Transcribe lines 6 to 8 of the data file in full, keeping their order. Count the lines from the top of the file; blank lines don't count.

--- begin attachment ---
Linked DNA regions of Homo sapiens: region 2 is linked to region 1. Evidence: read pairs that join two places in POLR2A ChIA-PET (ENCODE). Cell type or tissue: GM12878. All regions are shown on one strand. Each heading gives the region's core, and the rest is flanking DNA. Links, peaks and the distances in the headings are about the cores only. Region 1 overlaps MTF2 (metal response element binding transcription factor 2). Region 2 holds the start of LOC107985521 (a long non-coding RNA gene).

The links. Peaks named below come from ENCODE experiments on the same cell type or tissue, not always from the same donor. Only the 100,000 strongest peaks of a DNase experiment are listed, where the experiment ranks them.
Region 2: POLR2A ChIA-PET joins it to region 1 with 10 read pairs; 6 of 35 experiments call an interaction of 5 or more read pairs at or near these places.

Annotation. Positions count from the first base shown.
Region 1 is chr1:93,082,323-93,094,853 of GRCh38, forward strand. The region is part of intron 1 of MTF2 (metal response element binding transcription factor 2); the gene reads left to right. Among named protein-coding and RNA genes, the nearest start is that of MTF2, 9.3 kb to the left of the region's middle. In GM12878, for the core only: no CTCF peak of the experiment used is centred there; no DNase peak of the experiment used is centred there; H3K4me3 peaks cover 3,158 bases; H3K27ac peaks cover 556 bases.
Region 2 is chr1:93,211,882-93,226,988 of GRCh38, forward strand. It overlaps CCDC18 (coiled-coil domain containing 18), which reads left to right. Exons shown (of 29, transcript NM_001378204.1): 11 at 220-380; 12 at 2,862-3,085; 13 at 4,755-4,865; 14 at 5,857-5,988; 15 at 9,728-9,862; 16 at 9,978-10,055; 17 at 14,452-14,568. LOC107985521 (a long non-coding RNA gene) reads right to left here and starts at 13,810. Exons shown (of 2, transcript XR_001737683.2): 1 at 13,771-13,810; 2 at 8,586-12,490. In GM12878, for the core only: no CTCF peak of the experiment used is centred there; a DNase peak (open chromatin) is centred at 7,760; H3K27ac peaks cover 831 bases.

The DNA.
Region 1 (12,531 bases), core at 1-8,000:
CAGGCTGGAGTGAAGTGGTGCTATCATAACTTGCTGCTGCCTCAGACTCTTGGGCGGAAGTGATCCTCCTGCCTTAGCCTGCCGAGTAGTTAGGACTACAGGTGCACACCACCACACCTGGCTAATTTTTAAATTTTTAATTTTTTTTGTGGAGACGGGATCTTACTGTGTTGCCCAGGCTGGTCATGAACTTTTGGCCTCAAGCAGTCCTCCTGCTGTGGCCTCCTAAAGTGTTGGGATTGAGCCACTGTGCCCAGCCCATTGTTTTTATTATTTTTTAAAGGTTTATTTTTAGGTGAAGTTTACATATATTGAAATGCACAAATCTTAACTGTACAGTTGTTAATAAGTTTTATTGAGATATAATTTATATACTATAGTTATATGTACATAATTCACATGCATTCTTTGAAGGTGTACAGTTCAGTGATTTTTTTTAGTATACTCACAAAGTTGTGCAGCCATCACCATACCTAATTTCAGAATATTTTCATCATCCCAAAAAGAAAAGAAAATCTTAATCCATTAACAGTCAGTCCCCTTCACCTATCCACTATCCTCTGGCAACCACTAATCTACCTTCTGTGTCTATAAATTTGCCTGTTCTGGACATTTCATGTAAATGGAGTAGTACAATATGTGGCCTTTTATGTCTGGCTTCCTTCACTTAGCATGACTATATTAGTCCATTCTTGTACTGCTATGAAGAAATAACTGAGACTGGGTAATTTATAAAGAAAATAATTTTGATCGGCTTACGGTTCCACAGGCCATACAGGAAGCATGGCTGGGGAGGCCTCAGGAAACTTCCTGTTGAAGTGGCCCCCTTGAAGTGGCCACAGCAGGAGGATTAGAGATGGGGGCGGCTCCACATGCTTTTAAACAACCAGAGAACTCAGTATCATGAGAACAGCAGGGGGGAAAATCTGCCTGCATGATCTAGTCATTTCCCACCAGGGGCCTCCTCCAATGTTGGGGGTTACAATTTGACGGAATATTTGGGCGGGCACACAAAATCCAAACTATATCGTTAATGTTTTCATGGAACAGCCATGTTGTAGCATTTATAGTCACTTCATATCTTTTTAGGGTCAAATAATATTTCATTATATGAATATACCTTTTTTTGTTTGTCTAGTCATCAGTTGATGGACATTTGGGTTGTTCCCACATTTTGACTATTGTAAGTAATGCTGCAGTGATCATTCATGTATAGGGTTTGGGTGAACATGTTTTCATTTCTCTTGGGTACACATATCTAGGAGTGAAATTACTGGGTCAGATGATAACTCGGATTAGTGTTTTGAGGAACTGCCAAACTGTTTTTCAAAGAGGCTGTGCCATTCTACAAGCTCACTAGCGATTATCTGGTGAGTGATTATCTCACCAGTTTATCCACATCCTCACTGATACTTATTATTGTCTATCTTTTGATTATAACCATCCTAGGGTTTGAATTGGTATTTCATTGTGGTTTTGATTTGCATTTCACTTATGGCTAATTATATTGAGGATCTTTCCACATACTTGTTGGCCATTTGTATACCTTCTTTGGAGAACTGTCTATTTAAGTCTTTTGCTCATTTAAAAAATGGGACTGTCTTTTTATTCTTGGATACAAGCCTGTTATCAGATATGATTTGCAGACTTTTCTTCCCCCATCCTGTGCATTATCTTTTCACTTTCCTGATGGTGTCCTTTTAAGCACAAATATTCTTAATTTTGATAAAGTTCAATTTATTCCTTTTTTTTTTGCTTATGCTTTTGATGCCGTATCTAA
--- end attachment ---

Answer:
Region 2 is chr1:93,211,882-93,226,988 of GRCh38, forward strand. It overlaps CCDC18 (coiled-coil domain containing 18), which reads left to right. Exons shown (of 29, transcript NM_001378204.1): 11 at 220-380; 12 at 2,862-3,085; 13 at 4,755-4,865; 14 at 5,857-5,988; 15 at 9,728-9,862; 16 at 9,978-10,055; 17 at 14,452-14,568. LOC107985521 (a long non-coding RNA gene) reads right to left here and starts at 13,810. Exons shown (of 2, transcript XR_001737683.2): 1 at 13,771-13,810; 2 at 8,586-12,490. In GM12878, for the core only: no CTCF peak of the experiment used is centred there; a DNase peak (open chromatin) is centred at 7,760; H3K27ac peaks cover 831 bases.

The DNA.
Region 1 (12,531 bases), core at 1-8,000: